For the women and men back home, the families, their ideas of what their loved one is going through is constantly changing with the novels and movies romanticizing war and the war heroes. Kurt Vonnegut has said before that he believes civilization was terminated in World War I and that "Much of the blame is the malarkey that artist have created to glorify war, which we all know, is nonsense, and a good deal worse that that –romantic pictures of battle, and of the dead men in uniform and all that" (Vitale par. 4). Vonnegut points out the severity of what happens when war is romanticized. Slaughterhouse Five depicts the fantasy of war compared to the reality of it; the gruesome scenes show the reality of war, all the while, showing how easy it is for men and women to believe war is a glorious battle for honor when in reality, it is a living hell.
The direct and indirect characterization of Doodle shows the cruelty and how much the mentally handicapped were neglected in the time of the text in the story “The Scarlet Ibis”. The narrator directly characterized Doodle when he said, “He talked so much that we all quit listening to what he said. ” This is showing they don’t care for Doodle. They don’t realize he needs extra help and treats him like a annoying burden. Once they realized Doodle would always be like this they just ignore him, even if he wasn’t speaking.
The pristine blankness of their mind is susceptible to impressions, both positive and negative, from external factors, primarily parenting, schooling and their interactions with society. Victor’s physical and emotional reactions to his child tarnish this slate, altering the monster’s interpretation of the parent-child relationship and that of his part in the social order. Victor’s “bitterness of disappointment” reflects through his avoidance of his creation and foreshadows the abuse and abandonment that would ensue for the rest of the novel (Shelley 60). The monster cannot help his actions and thoughts because the only moral confidant that could possibly understand him is the absent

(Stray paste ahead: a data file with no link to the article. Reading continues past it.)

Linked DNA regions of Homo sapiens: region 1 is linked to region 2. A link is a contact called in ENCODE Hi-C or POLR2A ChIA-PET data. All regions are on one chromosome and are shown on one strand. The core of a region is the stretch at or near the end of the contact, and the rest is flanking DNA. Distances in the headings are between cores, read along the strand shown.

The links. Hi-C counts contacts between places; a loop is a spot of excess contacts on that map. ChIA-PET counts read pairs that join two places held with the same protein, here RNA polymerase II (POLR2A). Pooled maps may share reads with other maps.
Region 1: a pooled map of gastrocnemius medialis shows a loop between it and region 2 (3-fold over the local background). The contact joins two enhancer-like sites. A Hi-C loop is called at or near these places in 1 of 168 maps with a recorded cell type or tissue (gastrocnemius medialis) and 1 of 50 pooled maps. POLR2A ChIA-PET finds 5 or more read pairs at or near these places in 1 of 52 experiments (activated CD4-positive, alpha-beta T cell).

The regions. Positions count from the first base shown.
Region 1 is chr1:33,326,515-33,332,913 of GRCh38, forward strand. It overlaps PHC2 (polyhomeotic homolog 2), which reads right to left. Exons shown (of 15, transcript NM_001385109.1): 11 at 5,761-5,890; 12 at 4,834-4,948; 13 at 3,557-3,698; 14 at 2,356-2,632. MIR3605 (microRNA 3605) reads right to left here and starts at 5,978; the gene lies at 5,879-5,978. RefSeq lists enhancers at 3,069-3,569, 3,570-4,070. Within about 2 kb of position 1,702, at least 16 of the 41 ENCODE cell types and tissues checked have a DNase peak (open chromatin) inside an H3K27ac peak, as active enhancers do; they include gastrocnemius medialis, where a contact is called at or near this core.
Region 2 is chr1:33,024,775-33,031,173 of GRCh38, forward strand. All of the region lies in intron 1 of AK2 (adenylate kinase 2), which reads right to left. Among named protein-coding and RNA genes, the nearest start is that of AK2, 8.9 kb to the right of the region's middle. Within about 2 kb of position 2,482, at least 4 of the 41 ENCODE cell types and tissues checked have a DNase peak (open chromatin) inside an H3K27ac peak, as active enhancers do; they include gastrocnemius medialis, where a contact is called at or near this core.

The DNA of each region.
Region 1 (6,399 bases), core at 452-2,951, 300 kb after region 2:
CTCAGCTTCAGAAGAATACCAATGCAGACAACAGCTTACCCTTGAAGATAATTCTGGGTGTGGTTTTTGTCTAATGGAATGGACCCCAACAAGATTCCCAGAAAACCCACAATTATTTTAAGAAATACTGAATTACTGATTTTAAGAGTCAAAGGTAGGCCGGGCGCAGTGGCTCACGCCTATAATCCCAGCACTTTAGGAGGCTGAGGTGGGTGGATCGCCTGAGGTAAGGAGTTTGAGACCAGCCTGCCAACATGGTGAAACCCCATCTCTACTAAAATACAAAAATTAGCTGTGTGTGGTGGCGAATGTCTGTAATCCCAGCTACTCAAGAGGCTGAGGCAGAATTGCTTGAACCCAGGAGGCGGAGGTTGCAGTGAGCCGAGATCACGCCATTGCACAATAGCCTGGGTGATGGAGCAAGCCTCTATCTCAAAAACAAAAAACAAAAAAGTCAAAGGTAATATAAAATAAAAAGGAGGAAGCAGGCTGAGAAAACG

Victor suffered from the loss of all his loved ones, which impacted the theme sorrow & loss in the novel. He also loses contact with the social environment, driving him in a pursuit of knowledge that later leads to the monster that causes all of his misery. Both of these aspects add to the themes of guilt & regret plus isolation. Through Victor Frankenstein, many of the overall themes presented were
After Macbeth murdered Duncan and drove away the two princes. He felt no happiness or tranquility. He lived the rest of his life in nightmares and fears which denounced his actions. He realized how unscrupulous his actions were and his souls is long huanted by it. After the murder, he does not dare to put the dagger back.
The war novel All Quiet on the Western Front by Erich Maria Remarque depicts one protagonist, Paul, as he undergoes a psychological transformation. Paul plays a role as a soldier fighting in World War I. His experiences during the war are not episodes the average person would simply experience. Alternatively, his experiences allow him to develop into a more sophisticated individual. Remarque illustrates these metamorphic experiences to expose his theme of the loss of not only people’s lives but also innocence and tranquility that occurs in war.
Following this both characters feel sorrow and regret in their own ways, the monster through guilt for the people he hurt and Frankenstein because his family were hurt by the being he created. By the
This passage is where I think Huck truly lost all this innocence because once one witnesses a massive bloody murder, there is no going back to pretend nothing happened. It reminds of a soldier suffering from PTSD. The vague diction presents how lost Huck is, and how he is trying to repress those memories, which reflects the cruelty in human nature and how a child’s innocence and be crushed instantly because of the adults a community